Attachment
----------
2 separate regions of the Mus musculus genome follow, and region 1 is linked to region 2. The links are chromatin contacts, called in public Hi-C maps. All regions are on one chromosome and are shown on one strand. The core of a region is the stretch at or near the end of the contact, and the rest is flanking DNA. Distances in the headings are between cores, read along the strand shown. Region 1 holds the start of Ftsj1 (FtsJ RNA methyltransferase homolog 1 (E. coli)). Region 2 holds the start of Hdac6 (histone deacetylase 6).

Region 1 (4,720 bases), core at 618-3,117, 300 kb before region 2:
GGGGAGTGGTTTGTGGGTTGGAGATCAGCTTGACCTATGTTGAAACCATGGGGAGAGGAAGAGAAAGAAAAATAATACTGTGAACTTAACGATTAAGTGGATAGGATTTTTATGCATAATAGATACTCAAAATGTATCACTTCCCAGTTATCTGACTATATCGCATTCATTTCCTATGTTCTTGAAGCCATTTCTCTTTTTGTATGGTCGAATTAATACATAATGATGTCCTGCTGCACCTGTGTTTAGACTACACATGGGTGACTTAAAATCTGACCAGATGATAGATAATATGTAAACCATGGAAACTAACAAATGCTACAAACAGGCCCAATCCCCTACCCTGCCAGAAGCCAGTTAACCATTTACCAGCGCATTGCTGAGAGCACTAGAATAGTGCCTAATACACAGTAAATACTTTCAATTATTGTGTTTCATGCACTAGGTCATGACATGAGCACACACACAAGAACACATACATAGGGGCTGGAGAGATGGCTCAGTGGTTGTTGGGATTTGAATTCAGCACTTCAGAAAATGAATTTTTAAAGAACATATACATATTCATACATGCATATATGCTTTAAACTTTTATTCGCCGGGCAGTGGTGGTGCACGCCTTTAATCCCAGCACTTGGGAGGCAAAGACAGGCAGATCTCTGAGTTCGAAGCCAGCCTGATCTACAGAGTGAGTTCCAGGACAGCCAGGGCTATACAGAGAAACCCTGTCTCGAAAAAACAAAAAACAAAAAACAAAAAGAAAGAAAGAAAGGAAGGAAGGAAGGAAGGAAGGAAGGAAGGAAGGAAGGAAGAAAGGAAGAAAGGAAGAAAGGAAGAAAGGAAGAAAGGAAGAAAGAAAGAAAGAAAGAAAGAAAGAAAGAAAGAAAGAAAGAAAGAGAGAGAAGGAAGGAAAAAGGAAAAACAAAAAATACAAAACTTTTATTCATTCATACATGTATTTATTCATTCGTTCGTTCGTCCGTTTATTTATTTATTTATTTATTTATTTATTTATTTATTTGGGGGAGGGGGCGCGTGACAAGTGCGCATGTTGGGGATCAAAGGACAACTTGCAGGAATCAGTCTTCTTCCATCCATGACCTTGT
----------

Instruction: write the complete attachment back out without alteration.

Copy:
2 separate regions of the Mus musculus genome follow, and region 1 is linked to region 2. The links are chromatin contacts, called in public Hi-C maps. All regions are on one chromosome and are shown on one strand. The core of a region is the stretch at or near the end of the contact, and the rest is flanking DNA. Distances in the headings are between cores, read along the strand shown. Region 1 holds the start of Ftsj1 (FtsJ RNA methyltransferase homolog 1 (E. coli)). Region 2 holds the start of Hdac6 (histone deacetylase 6).

Region 1 (4,720 bases), core at 618-3,117, 300 kb before region 2:
GGGGAGTGGTTTGTGGGTTGGAGATCAGCTTGACCTATGTTGAAACCATGGGGAGAGGAAGAGAAAGAAAAATAATACTGTGAACTTAACGATTAAGTGGATAGGATTTTTATGCATAATAGATACTCAAAATGTATCACTTCCCAGTTATCTGACTATATCGCATTCATTTCCTATGTTCTTGAAGCCATTTCTCTTTTTGTATGGTCGAATTAATACATAATGATGTCCTGCTGCACCTGTGTTTAGACTACACATGGGTGACTTAAAATCTGACCAGATGATAGATAATATGTAAACCATGGAAACTAACAAATGCTACAAACAGGCCCAATCCCCTACCCTGCCAGAAGCCAGTTAACCATTTACCAGCGCATTGCTGAGAGCACTAGAATAGTGCCTAATACACAGTAAATACTTTCAATTATTGTGTTTCATGCACTAGGTCATGACATGAGCACACACACAAGAACACATACATAGGGGCTGGAGAGATGGCTCAGTGGTTGTTGGGATTTGAATTCAGCACTTCAGAAAATGAATTTTTAAAGAACATATACATATTCATACATGCATATATGCTTTAAACTTTTATTCGCCGGGCAGTGGTGGTGCACGCCTTTAATCCCAGCACTTGGGAGGCAAAGACAGGCAGATCTCTGAGTTCGAAGCCAGCCTGATCTACAGAGTGAGTTCCAGGACAGCCAGGGCTATACAGAGAAACCCTGTCTCGAAAAAACAAAAAACAAAAAACAAAAAGAAAGAAAGAAAGGAAGGAAGGAAGGAAGGAAGGAAGGAAGGAAGGAAGGAAGAAAGGAAGAAAGGAAGAAAGGAAGAAAGGAAGAAAGGAAGAAAGAAAGAAAGAAAGAAAGAAAGAAAGAAAGAAAGAAAGAAAGAGAGAGAAGGAAGGAAAAAGGAAAAACAAAAAATACAAAACTTTTATTCATTCATACATGTATTTATTCATTCGTTCGTTCGTCCGTTTATTTATTTATTTATTTATTTATTTATTTATTTATTTGGGGGAGGGGGCGCGTGACAAGTGCGCATGTTGGGGATCAAAGGACAACTTGCAGGAATCAGTCTTCTTCCATCCATGACCTTGT